When I told my mom the other day about the recipe I’m about to share, she wisely noted a trend:
Cast-iron cooking is making a big come back.
Right she is. When I search for instructions on the Internet for cooking with or seasoning my cast-iron skillet, I always find articles that begin with the desperate plea not to discard that old, heavy cast-iron skillet your grandma/aunt/mother handed down to you. Clean it, season it, and get cooking.
When I was little, I didn’t know teflon from cast-iron. We had “metal” frying pans (silver ones) and we had the heavy black ones (cast-iron). All I knew was that when it came to making grilled cheese sandwiches, my mom’s little cast-iron skillet was the perfect way to go for perfectly toasted bread.
I’ve coveted a cast-iron skillet for some time now, and I got my first one for Christmas this year. Once I got it, I started researching recipes for cast-iron skillets, and I found that the sky’s the limit, really. I also learned a lot about the history of cast-iron.
Cast-iron cooking stretches back hundreds of years. Before we had modern stoves and ovens, food was cooked over open fire, and we needed cookware that could safely and efficiently cook over hot coals. Enter: cast-iron cookware. From Dutch ovens to skillets, cast-iron could sit over open fire and not break or get damaged.
In the 1960s and 70s, cast-iron fell out of favor because Teflon came on the scene. With a black veneer on the inside of the pan, we had the look of cast-iron but with the ready-made non-stick capabilities of Teflon.
It is true, though, that cast-iron has made a big comeback. As we become more critical and aware of how our food is prepared, the home cooks seek out better ways to prepare meals. We seek out whole foods, clean living, and we have gone back to our culinary roots to a certain extent. Backyard gardens and urban chicken coops aren’t the only examples of the ways we try to capture some sense of homesteading in built-up areas. We go back to traditional cooking methods as well: grinding things with a mortar and pestle; canning summer vegetables grown in our backyards or apartment patios; cooking things in cast-iron.
I want to take a moment to link to a really fabulous blog post I found on cast-iron. This post on Cooking Issues covers the history and science behind cast-iron cookware. It’s really interesting, especially the scientific look at how heat distribution works on cast-iron.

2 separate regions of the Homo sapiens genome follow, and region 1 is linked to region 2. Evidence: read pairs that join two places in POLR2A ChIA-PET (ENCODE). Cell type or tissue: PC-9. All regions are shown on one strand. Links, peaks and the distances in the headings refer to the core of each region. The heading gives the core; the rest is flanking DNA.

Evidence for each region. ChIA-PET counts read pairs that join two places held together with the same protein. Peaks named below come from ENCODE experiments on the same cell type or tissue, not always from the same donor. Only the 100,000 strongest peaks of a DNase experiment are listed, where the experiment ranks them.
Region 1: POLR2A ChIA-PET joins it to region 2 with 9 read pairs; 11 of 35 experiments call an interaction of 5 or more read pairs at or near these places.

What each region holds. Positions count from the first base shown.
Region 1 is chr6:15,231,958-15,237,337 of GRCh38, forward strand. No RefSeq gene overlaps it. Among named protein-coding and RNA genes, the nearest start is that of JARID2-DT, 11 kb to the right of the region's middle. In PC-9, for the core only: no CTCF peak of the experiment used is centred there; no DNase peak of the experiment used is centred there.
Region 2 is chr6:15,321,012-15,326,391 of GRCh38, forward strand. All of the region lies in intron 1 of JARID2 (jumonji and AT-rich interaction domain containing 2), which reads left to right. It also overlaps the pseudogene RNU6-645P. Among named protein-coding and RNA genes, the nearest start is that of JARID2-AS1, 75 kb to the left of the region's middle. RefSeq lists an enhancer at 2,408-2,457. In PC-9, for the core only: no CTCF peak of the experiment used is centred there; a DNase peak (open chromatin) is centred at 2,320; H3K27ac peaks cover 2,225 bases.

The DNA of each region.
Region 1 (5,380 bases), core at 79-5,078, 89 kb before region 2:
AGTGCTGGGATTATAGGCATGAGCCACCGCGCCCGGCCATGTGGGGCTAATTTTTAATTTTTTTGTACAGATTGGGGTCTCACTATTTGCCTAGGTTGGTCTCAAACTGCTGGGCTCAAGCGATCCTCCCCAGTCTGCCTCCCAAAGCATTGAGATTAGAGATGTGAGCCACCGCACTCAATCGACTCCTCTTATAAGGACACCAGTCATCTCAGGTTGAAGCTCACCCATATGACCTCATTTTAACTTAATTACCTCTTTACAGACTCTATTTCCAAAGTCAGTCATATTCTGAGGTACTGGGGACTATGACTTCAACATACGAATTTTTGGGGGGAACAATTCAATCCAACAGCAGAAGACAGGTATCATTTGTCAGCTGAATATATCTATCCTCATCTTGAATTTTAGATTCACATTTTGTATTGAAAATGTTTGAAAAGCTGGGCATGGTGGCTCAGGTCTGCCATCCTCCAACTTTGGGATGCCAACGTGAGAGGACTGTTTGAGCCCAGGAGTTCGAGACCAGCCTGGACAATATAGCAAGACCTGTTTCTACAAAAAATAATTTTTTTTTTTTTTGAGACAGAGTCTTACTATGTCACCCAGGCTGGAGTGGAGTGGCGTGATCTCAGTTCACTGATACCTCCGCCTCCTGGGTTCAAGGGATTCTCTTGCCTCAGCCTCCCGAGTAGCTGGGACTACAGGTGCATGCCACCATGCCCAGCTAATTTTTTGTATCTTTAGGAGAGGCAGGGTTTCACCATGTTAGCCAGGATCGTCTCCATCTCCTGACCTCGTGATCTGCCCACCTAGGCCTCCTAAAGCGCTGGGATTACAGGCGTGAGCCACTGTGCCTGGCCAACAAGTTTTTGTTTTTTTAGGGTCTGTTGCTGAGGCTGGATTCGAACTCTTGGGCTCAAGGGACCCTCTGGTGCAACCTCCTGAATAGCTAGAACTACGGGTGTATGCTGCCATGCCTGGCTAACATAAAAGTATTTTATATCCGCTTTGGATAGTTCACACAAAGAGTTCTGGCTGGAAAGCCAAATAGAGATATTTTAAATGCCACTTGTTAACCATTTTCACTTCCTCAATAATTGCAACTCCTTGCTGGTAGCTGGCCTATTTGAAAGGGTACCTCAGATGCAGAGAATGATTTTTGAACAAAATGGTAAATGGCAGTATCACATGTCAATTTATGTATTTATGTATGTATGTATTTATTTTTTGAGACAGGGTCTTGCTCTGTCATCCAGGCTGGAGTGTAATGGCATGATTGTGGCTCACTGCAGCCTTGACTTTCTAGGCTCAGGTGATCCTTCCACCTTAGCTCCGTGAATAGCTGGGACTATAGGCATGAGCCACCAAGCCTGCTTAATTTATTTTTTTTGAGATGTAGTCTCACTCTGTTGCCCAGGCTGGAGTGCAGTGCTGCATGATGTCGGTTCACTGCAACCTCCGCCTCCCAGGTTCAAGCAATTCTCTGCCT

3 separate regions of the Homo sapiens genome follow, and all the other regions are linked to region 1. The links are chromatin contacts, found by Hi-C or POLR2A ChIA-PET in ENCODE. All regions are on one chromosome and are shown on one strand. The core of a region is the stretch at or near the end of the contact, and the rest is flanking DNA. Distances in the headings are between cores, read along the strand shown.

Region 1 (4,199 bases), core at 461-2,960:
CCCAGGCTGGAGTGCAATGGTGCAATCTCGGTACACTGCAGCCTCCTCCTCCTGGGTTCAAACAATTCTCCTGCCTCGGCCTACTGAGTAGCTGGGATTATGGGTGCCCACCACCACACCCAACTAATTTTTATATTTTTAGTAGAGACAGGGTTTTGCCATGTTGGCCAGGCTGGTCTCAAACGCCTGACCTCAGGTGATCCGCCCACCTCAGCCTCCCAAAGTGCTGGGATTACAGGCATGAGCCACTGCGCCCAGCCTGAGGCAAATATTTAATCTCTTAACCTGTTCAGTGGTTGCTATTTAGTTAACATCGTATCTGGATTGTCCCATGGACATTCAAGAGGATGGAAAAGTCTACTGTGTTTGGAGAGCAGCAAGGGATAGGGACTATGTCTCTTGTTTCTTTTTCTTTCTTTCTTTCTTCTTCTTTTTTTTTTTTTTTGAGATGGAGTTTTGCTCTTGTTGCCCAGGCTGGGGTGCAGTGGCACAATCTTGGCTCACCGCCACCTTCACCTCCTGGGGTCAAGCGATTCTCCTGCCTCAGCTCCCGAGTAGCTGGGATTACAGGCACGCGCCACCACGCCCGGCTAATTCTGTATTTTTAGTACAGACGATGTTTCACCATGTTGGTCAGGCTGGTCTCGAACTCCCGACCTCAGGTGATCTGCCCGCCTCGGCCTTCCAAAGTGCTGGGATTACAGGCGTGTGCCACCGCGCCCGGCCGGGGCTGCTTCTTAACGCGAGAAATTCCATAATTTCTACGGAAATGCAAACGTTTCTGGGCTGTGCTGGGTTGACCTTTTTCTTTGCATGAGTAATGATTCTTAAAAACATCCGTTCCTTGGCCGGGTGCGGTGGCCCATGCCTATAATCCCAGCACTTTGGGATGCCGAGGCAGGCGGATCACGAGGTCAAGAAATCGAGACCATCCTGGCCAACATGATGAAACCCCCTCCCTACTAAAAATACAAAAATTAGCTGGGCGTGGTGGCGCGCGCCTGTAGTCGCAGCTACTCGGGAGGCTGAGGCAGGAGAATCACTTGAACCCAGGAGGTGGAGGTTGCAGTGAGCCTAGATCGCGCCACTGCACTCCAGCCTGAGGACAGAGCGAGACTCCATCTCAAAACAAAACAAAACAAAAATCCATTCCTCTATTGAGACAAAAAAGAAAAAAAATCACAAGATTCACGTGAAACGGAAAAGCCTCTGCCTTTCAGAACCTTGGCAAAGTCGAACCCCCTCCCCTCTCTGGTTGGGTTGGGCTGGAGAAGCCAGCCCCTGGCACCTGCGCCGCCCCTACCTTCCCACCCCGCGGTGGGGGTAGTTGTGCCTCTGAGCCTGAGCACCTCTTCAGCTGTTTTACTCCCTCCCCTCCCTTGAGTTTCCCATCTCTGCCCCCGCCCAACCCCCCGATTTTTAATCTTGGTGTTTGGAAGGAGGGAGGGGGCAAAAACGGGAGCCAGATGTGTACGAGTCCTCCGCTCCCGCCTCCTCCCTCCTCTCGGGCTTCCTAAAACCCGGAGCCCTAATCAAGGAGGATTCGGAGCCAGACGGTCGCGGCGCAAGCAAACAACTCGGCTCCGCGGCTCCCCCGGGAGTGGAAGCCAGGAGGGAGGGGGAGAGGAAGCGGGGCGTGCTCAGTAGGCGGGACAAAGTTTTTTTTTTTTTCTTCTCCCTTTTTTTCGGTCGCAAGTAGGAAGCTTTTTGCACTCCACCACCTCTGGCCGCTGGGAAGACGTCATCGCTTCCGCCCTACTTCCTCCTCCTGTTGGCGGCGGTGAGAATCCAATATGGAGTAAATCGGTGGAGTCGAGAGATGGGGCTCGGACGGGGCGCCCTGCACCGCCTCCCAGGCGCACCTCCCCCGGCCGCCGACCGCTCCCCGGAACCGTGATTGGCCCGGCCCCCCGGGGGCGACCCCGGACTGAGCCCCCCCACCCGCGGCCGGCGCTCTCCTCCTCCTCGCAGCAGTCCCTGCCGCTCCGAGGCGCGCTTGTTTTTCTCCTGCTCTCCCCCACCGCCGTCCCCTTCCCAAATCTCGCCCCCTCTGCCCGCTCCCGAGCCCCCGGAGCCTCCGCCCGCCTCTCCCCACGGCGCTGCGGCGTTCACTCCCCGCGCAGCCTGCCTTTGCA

Last week, while procrastinating and avoiding preparations for my conference panel on creative writing in the composition classroom, I decided I needed cinnamon rolls. I mean, really needed them. I searched through several websites for a good recipe, and finally, I just went with Paula Deen. When you’re at that point in the semester where you lack sleep, patience, morale, and inspiration, a good Paula Deen recipe can make the world spin right again. I will say this, though: that woman is crazy with her butter and sugar. I know we already know this, but I’m always astounded when I’m preparing a recipe of hers and I find that I can pretty much cut the amount of sugar and butter she calls for in half. I sort of look at cooking her recipes the way we’re taught to look at creative writing. Follow the recipe exactly as she has it at first, and then modify where you see fit. Learn the rules, then break them. And cut that sugar in half.
Recipe courtesy of Paula Deen
- 1/4-ounce package yeast
- 1/2 cup warm water
- 1/2 cup scalded milk
- 1/4 cup sugar
- 1/3 cup butter or shortening
- 1 teaspoon salt
- 1 egg
- 3 1/2 to 4 cups all-purpose flour
- 1/2 cup melted butter, plus more for pan
- 3/4 cup sugar, plus more for pan
- 2 tablespoons ground cinnamon
- 3/4 cup raisins, walnuts, or pecans, optional
- 4 tablespoons butter
- 2 cups powdered sugar
- 1 teaspoon vanilla extract
- 3 to 6 tablespoons hot water
Heat oven to 350 degrees F.
In a small bowl, dissolve yeast in warm water and set aside. In a large bowl mix milk, sugar, melted butter, salt and egg. Add 2 cups of flour and mix until smooth. Add yeast mixture. Mix in remaining flour until dough is easy to handle. Knead dough on lightly floured surface for 5 to 10 minutes. Place in well-greased bowl, cover and let rise until doubled in size, usually 1 to 1 1/2 hours.
When doubled in size, punch down dough. Roll out on a floured surface into a 15 by 9-inch rectangle. Spread melted butter all over dough. Mix sugar and cinnamon and sprinkle over buttered dough. Sprinkle with walnuts, pecans, or raisins if desired. Beginning at the 15-inch side, role up dough and pinch edge together to seal. Cut into 12 to 15 slices.
Coat the bottom of baking pan with butter and sprinkle with sugar. Place cinnamon roll slices close together in the pan and let rise until dough is doubled, about 45 minutes. Bake for about 30 minutes or until nicely browned.
Meanwhile, mix butter, powdered sugar, and vanilla [I omitted butter]. Add hot water 1 tablespoon at a time until the glaze reaches desired consistency. Spread over slightly cooled rolls.
These were just what I needed: fluffy, sweet, but not quite as cinnamon-y as I would have liked. Next time, I’ll amp up the cinnamon, maybe add some pecans, and see what happens.